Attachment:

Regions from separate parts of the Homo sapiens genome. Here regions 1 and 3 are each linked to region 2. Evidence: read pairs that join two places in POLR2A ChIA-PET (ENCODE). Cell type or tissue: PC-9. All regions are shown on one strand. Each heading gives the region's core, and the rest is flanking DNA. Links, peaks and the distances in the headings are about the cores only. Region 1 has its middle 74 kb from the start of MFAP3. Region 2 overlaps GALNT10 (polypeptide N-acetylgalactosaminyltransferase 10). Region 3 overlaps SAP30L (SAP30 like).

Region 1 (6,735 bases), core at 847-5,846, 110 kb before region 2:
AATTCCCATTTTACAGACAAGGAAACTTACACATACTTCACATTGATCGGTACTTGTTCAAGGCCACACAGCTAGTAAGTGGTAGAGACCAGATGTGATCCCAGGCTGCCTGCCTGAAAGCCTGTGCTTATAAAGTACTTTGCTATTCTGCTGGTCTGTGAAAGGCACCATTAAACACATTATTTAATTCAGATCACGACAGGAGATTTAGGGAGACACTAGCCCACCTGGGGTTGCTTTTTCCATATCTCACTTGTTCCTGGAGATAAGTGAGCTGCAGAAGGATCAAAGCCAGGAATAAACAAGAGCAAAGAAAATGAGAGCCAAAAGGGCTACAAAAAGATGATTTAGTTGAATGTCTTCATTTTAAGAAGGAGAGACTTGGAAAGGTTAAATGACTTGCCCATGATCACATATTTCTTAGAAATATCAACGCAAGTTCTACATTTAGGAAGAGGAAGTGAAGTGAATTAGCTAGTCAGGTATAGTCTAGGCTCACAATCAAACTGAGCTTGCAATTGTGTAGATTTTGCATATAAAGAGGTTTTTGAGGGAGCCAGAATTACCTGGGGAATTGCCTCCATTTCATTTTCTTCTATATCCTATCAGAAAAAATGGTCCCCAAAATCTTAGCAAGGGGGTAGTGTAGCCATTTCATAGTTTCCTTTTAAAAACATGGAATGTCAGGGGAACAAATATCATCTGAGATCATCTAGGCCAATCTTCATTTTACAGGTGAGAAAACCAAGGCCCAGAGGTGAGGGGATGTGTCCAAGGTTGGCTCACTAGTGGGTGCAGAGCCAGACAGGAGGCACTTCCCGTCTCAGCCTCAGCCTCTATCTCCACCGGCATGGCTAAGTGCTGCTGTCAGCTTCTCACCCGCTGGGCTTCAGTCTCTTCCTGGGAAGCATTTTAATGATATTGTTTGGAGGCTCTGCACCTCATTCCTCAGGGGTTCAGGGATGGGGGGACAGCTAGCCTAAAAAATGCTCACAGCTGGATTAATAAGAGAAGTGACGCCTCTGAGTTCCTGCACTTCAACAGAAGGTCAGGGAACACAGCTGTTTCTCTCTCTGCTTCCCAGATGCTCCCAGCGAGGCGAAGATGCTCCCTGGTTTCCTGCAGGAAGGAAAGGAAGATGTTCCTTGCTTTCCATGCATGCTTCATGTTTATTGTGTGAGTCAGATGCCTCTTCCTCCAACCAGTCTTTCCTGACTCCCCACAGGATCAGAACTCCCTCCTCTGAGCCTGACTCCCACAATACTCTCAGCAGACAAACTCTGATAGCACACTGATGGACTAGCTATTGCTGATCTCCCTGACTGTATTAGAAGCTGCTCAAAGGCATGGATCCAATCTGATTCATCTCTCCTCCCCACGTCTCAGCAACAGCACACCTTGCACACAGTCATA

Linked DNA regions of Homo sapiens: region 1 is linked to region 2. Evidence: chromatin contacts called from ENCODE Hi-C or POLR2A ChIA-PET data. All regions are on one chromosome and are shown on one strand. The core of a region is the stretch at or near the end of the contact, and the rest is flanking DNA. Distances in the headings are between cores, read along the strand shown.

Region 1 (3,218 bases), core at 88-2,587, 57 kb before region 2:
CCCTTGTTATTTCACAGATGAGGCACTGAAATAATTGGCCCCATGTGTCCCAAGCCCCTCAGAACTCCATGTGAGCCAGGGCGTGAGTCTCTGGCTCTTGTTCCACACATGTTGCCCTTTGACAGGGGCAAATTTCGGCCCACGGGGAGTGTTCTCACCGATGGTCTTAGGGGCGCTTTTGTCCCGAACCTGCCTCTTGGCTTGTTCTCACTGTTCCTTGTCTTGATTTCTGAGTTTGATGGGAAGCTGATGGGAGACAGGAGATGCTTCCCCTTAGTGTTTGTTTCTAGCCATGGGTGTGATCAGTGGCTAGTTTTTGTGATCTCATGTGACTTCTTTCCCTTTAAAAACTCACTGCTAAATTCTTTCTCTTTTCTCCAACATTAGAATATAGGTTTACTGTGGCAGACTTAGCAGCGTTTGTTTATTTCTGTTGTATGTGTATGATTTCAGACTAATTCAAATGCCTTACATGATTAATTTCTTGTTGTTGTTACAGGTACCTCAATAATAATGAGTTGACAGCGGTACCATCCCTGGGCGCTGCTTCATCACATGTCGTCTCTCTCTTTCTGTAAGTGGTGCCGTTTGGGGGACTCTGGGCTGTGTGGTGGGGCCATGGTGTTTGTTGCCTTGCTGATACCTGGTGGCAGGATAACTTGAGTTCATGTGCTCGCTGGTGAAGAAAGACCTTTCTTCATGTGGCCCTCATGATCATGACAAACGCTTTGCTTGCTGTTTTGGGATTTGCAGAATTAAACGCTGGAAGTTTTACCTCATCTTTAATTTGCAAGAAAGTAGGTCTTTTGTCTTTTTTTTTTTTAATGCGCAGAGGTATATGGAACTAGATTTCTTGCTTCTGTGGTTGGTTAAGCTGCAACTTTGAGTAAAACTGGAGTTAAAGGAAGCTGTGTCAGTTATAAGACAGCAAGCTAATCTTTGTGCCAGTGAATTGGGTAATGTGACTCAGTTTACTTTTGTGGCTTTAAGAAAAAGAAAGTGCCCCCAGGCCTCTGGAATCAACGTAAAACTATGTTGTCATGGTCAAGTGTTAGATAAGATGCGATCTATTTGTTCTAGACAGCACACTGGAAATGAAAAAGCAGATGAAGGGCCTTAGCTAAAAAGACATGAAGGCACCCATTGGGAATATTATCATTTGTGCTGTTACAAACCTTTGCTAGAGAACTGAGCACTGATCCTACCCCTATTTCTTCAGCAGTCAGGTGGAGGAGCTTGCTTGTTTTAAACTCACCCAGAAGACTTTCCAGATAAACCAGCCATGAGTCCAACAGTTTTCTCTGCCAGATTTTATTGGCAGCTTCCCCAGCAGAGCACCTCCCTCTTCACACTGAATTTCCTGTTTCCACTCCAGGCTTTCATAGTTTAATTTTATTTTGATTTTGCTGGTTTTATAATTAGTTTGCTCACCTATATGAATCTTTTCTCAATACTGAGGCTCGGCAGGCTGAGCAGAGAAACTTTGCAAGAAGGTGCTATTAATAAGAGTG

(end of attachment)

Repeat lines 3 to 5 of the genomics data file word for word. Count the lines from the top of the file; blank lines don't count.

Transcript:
AATTCCCATTTTACAGACAAGGAAACTTACACATACTTCACATTGATCGGTACTTGTTCAAGGCCACACAGCTAGTAAGTGGTAGAGACCAGATGTGATCCCAGGCTGCCTGCCTGAAAGCCTGTGCTTATAAAGTACTTTGCTATTCTGCTGGTCTGTGAAAGGCACCATTAAACACATTATTTAATTCAGATCACGACAGGAGATTTAGGGAGACACTAGCCCACCTGGGGTTGCTTTTTCCATATCTCACTTGTTCCTGGAGATAAGTGAGCTGCAGAAGGATCAAAGCCAGGAATAAACAAGAGCAAAGAAAATGAGAGCCAAAAGGGCTACAAAAAGATGATTTAGTTGAATGTCTTCATTTTAAGAAGGAGAGACTTGGAAAGGTTAAATGACTTGCCCATGATCACATATTTCTTAGAAATATCAACGCAAGTTCTACATTTAGGAAGAGGAAGTGAAGTGAATTAGCTAGTCAGGTATAGTCTAGGCTCACAATCAAACTGAGCTTGCAATTGTGTAGATTTTGCATATAAAGAGGTTTTTGAGGGAGCCAGAATTACCTGGGGAATTGCCTCCATTTCATTTTCTTCTATATCCTATCAGAAAAAATGGTCCCCAAAATCTTAGCAAGGGGGTAGTGTAGCCATTTCATAGTTTCCTTTTAAAAACATGGAATGTCAGGGGAACAAATATCATCTGAGATCATCTAGGCCAATCTTCATTTTACAGGTGAGAAAACCAAGGCCCAGAGGTGAGGGGATGTGTCCAAGGTTGGCTCACTAGTGGGTGCAGAGCCAGACAGGAGGCACTTCCCGTCTCAGCCTCAGCCTCTATCTCCACCGGCATGGCTAAGTGCTGCTGTCAGCTTCTCACCCGCTGGGCTTCAGTCTCTTCCTGGGAAGCATTTTAATGATATTGTTTGGAGGCTCTGCACCTCATTCCTCAGGGGTTCAGGGATGGGGGGACAGCTAGCCTAAAAAATGCTCACAGCTGGATTAATAAGAGAAGTGACGCCTCTGAGTTCCTGCACTTCAACAGAAGGTCAGGGAACACAGCTGTTTCTCTCTCTGCTTCCCAGATGCTCCCAGCGAGGCGAAGATGCTCCCTGGTTTCCTGCAGGAAGGAAAGGAAGATGTTCCTTGCTTTCCATGCATGCTTCATGTTTATTGTGTGAGTCAGATGCCTCTTCCTCCAACCAGTCTTTCCTGACTCCCCACAGGATCAGAACTCCCTCCTCTGAGCCTGACTCCCACAATACTCTCAGCAGACAAACTCTGATAGCACACTGATGGACTAGCTATTGCTGATCTCCCTGACTGTATTAGAAGCTGCTCAAAGGCATGGATCCAATCTGATTCATCTCTCCTCCCCACGTCTCAGCAACAGCACACCTTGCACACAGTCATA

Linked DNA regions of Homo sapiens: region 1 is linked to region 2. Evidence: chromatin contacts called from ENCODE Hi-C or POLR2A ChIA-PET data. All regions are on one chromosome and are shown on one strand. The core of a region is the stretch at or near the end of the contact, and the rest is flanking DNA. Distances in the headings are between cores, read along the strand shown.

Region 1 (3,218 bases), core at 88-2,587, 57 kb before region 2: